How to Recognize When God is Nudging You to Action
An old Gospel song insists that because of Jesus, “Now I am happy all the day.” Discontent is often viewed negatively, especially among Christians. | by Michael Carey
Irene Summerford overflowed with joy, even as she endured heart-breaking poverty. Some of her neighbors staved off hunger by selling themselves to satisfy other people’s appetites. But feasting upon the “Bread of Life” (John 6:35), Sister Irene was an apostle of hope.
Boiling hot dogs on a camp stove, singing to tunes from a cassette player, posting figures on a flannel board, Sister Irene told anyone and everyone about Jesus. Though surrounded by despair, Irene was energized by irrepressible hope. Hardly a demure church lady, Irene would even “get in the faces” of hostile drug dealers, insisting that Jesus could redeem their lives, too.
I first heard “Sister Irene stories” from my wife, the director of a fledgling faith-based neighborhood restoration organization, now called Neighbor Up Brevard. Using Christian Community Development principles, Lynn and her colleagues built relationships with residents who yearned for positive change and nurtured partnerships with well-resourced outsiders.
Irene’s pioneering presence and contagious joy accelerated the neighborhood’s revitalization. The sidewalk Sunday School became a five-day-a-week after-school safe haven. Dozens of volunteers helped children with homework and taught them the scriptures. Within a few years, Lynn and Irene involved hundreds of diverse people in designing, funding, and constructing a beautiful home for this ministry. Inspired by Dorcas, the servant-hearted woman celebrated in Acts 9:36, Irene’s vision became the Dorcas Outreach Center for Kids—The DOCK.
Our hearts broke when Irene succumbed to cancer just months before The DOCK was completed. Sitting with her in the hospital just a few hours before she died, I lamented that she wouldn’t see it finished. Without opening her eyes, Irene whispered, “Pastor, I’ve already seen it.”
Hope-building flourished in that neighborhood because Irene and her partners cultivated healthy and holy discontent. Even as she overflowed with joy, Irene’s huge impact emerged from her faithful stewardship of negative emotions.
Healthy and Holy Discontent
Discontent is often viewed negatively, especially among Christians. An old Gospel song insists that because of Jesus, “Now I am happy all the day.” Discontent is unhealthy if we obsess on what we don’t have or don’t like about ourselves. Unhealthy discontent can plague us when we cross paths with people who are attractive, affluent, talented, or successful. We are especially vulnerable to unhealthy discontent when we see people who, with total disregard to God, enjoy comfortable, self-absorbed lives.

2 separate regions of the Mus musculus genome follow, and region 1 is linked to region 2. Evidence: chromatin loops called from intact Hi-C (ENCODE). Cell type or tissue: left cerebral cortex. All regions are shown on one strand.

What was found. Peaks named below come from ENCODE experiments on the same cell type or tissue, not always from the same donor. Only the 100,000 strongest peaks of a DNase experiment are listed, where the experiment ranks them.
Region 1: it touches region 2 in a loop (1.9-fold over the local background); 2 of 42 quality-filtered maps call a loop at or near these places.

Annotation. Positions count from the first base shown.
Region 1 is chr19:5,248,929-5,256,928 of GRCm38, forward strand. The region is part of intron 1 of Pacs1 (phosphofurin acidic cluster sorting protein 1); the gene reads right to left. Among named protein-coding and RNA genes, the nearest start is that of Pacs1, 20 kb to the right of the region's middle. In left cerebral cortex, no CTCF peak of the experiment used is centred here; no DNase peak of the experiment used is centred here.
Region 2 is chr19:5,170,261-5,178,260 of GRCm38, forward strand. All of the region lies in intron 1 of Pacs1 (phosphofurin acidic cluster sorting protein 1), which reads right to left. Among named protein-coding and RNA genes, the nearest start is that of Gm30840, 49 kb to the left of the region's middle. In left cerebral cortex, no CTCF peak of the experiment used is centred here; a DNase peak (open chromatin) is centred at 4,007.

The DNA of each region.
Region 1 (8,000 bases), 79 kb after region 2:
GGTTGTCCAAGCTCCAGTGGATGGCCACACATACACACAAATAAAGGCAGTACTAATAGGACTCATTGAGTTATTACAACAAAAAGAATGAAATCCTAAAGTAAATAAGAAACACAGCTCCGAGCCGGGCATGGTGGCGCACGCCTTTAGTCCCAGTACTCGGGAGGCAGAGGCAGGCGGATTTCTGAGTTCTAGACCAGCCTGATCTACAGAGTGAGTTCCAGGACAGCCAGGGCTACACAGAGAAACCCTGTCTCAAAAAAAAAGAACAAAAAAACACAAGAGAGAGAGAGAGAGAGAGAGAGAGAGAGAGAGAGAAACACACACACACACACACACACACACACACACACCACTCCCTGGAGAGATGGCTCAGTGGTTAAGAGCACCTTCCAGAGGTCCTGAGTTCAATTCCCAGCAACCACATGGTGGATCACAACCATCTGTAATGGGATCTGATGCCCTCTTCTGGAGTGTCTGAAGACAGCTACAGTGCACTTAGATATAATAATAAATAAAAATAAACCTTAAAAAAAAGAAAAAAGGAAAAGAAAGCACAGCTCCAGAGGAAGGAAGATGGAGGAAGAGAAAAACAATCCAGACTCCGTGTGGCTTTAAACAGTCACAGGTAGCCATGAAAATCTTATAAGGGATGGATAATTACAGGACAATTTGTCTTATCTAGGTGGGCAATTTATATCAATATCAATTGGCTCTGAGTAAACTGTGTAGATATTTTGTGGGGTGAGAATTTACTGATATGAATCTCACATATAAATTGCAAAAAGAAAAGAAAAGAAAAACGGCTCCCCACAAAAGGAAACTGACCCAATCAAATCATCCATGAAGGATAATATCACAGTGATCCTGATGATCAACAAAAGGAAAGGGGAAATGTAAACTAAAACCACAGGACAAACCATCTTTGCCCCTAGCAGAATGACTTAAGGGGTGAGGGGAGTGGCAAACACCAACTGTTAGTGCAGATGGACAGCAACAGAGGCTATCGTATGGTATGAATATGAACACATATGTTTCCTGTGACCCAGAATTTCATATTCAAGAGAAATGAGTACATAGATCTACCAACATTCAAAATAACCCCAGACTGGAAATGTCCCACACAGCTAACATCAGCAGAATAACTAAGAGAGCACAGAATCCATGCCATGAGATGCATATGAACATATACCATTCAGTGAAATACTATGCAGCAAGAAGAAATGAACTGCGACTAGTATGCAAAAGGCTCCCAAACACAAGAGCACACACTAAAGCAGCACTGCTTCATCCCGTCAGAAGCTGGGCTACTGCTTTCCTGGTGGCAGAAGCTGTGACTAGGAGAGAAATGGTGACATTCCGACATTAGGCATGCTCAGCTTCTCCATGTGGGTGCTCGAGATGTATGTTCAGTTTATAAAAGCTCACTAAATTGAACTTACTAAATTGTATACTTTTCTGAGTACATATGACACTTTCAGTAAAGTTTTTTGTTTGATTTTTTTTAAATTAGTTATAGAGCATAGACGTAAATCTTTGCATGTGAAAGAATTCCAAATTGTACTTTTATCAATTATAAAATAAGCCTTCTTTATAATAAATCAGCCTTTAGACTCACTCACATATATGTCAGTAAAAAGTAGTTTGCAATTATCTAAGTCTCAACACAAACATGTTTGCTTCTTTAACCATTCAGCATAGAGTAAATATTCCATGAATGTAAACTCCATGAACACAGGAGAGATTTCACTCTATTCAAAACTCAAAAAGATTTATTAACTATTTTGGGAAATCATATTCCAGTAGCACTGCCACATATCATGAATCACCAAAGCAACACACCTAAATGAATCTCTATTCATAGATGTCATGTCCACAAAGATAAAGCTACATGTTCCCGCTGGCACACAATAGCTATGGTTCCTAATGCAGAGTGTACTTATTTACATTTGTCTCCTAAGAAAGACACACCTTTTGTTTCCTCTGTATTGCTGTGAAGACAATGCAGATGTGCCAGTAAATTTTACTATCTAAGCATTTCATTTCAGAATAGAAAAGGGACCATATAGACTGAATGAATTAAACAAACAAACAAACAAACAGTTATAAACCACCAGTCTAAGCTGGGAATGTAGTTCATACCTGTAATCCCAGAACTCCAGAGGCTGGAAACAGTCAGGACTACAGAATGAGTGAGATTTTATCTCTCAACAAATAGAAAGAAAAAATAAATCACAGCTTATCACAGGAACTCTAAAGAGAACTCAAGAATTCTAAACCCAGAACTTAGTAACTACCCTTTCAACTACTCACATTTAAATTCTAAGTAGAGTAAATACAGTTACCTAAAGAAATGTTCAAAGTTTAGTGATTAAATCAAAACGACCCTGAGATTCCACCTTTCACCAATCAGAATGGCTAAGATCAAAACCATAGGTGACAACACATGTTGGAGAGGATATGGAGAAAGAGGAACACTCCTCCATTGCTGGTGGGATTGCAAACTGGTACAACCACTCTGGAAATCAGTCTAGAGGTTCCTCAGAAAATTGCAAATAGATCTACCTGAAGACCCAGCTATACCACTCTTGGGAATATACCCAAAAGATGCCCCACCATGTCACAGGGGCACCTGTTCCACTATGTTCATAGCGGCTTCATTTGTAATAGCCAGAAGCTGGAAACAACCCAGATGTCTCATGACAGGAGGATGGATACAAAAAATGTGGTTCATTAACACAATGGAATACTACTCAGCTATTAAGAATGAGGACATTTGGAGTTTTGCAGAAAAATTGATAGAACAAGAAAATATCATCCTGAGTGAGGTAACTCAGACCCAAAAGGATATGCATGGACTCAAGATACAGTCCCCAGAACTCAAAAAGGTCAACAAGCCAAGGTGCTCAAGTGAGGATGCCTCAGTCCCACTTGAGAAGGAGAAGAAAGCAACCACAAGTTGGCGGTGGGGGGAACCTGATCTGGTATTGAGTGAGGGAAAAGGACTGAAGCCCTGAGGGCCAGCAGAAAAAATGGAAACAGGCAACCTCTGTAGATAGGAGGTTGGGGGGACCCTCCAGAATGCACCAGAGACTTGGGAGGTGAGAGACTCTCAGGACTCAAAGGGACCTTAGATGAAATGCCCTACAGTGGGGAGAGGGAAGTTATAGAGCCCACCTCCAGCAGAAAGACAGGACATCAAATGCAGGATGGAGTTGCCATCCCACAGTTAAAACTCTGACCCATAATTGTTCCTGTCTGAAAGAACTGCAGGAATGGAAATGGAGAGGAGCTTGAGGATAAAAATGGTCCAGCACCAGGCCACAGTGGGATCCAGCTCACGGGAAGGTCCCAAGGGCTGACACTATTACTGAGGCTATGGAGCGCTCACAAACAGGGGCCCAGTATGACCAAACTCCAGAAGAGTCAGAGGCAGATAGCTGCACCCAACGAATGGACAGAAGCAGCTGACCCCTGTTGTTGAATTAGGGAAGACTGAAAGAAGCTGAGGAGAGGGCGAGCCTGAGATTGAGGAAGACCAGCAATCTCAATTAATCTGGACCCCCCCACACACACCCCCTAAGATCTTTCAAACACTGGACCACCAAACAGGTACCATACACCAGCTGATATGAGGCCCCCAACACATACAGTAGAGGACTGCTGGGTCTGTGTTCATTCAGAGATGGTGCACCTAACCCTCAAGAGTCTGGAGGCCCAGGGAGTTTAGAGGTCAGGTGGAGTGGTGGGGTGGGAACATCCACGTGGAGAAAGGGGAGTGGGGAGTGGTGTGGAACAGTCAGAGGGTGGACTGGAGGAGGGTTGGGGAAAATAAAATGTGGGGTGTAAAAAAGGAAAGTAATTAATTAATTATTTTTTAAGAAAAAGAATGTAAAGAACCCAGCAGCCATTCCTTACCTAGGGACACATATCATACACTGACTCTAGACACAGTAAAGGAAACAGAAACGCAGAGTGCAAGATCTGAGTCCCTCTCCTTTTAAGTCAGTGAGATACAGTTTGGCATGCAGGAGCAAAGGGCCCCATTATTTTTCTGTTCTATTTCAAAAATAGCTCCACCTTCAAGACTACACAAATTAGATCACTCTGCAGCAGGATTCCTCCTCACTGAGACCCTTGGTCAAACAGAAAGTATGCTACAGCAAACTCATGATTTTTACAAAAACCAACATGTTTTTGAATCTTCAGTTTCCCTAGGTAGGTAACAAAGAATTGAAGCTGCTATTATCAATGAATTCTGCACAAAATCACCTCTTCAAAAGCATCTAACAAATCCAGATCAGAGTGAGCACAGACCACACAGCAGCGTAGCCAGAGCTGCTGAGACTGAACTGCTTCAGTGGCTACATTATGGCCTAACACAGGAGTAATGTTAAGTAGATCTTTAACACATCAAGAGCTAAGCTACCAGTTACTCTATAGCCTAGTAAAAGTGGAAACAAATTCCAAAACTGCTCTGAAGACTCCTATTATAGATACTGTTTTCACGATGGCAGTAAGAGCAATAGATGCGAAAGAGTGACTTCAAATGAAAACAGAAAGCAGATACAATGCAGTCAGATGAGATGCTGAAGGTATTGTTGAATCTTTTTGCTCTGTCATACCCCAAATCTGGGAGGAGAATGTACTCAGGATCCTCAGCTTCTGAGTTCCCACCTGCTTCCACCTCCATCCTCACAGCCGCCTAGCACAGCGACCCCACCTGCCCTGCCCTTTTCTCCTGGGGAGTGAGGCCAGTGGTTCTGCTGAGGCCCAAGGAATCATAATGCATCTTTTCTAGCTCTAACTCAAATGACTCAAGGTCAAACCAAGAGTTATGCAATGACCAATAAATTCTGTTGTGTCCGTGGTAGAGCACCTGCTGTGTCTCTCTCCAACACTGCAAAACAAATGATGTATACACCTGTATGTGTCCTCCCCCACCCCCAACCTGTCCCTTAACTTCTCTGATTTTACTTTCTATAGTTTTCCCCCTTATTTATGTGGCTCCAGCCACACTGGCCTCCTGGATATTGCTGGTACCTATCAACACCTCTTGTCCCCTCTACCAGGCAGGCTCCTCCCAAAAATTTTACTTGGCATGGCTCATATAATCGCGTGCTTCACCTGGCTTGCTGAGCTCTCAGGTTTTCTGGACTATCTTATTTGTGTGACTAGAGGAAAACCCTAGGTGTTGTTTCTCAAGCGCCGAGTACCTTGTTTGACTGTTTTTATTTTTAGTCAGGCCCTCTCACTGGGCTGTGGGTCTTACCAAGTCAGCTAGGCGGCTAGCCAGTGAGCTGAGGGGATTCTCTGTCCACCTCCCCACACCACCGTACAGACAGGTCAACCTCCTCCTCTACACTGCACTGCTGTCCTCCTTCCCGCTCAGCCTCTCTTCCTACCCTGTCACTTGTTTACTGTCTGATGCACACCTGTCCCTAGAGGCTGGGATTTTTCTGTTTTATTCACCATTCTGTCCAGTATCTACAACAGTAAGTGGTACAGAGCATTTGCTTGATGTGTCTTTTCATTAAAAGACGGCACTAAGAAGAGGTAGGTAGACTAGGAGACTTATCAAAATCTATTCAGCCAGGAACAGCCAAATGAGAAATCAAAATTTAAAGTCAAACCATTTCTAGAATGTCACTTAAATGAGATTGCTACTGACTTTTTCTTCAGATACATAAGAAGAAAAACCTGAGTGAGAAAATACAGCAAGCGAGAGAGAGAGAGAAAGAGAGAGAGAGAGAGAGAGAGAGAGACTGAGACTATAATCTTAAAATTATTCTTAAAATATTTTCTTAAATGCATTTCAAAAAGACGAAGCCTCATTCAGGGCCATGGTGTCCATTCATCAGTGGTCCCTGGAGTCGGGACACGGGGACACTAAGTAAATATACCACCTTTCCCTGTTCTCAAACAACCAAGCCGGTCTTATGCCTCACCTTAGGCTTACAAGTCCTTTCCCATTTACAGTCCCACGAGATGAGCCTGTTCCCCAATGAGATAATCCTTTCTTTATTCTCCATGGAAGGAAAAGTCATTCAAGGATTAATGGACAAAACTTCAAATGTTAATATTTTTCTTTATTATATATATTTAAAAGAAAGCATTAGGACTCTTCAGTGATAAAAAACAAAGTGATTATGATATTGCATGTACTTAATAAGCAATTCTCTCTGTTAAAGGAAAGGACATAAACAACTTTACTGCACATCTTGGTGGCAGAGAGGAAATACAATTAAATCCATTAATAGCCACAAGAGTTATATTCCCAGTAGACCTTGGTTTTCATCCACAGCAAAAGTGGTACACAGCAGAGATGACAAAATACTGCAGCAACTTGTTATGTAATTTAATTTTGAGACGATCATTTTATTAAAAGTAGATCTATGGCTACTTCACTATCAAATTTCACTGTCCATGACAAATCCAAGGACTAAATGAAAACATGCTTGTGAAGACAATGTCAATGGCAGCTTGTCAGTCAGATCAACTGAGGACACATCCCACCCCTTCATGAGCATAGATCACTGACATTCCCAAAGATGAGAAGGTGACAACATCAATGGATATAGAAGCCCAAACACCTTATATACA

Discontent is also unhealthy when our emotions are controlled by things we cannot change. For good reason, the “Serenity Prayer” attributed to Reinhold Niebuhr became a mantra for millions:
God, grant me the serenity to accept the things I cannot change,
Courage to change the things I can,
And wisdom to know the difference.
The scriptures assure us that God gives peace of mind. Witnesses declare that the Lord hears our lament, empathizes with our distress, and applies balm to our hearts and minds. After the psalmist admitted that “I envied the arrogant, when I saw the prosperity of the wicked, they have no struggles,” he discovered that “my flesh and my heart may fail, but God is the strength of my heart and my portion forever” (Psalm 73:3-4, 26). God’s steadfast love is our best tonic for unhealthy discontent.
Dispensed by the indwelling Spirit, God’s love frees us from anxiety and fills us with divine joy. While awaiting his execution, the Apostle Paul declared: “I have learned the secret of being content in any and every situation, whether well fed or hungry, whether living in plenty or in want. I can do everything through him who gives me strength” (Philippians 4:12-13) God provides serenity for the things we cannot change. Yet scripture also teaches us that God gives us courage to deal with the discontent we have for things that can be changed.
Discontent can be healthy. Sin and suffering were not God’s intent. Seeing human brokenness stokes holy discontent within the heart of the Triune God. The overarching trajectory of God’s self-revelation—from the burning bush to the crucified Christ, risen Lord, and Spirit-filled Church—conveys divine passion to redeem and restore creation. People drawn into a relationship with Jesus receive his grace and much more. God’s indwelling Spirit also conveys the Father’s passion for holiness and wholeness. As partners in Christ’s mission, God’s holy discontent becomes ours.
Do not ignore discontent. We must reject passivity when life disappoints. It is our responsibility to discern whether discontent is unholy and unhealthy or holy and healthy. Faithfulness to God involves understanding your emotions. If you conclude that your discontent is unholy and unhealthy, pursue a path of healing. But if you discern that its holy and healthy, invite God to teach you to build hope.
The Bible provides marvelous glimpses of how holy discontent can be channeled into blessing: Hope-building heroes include Moses and Miriam, David and Hezekiah, Paul and Barnabas. Yet the most detailed account is the saga of Nehemiah, the Persian emperor’s cupbearer who inquired as to the state of far-away Jerusalem. His brother’s report changed Nehemiah’s life: “Those who survived the exile and are back in the province are in great trouble and disgrace. The wall of Jerusalem is broken down, and its gates have been burned with fire.” Nehemiah was inconsolable: “I sat down and wept. For some days, I mourned and fasted and prayed before the God of heaven” (Nehemiah 1:3-4).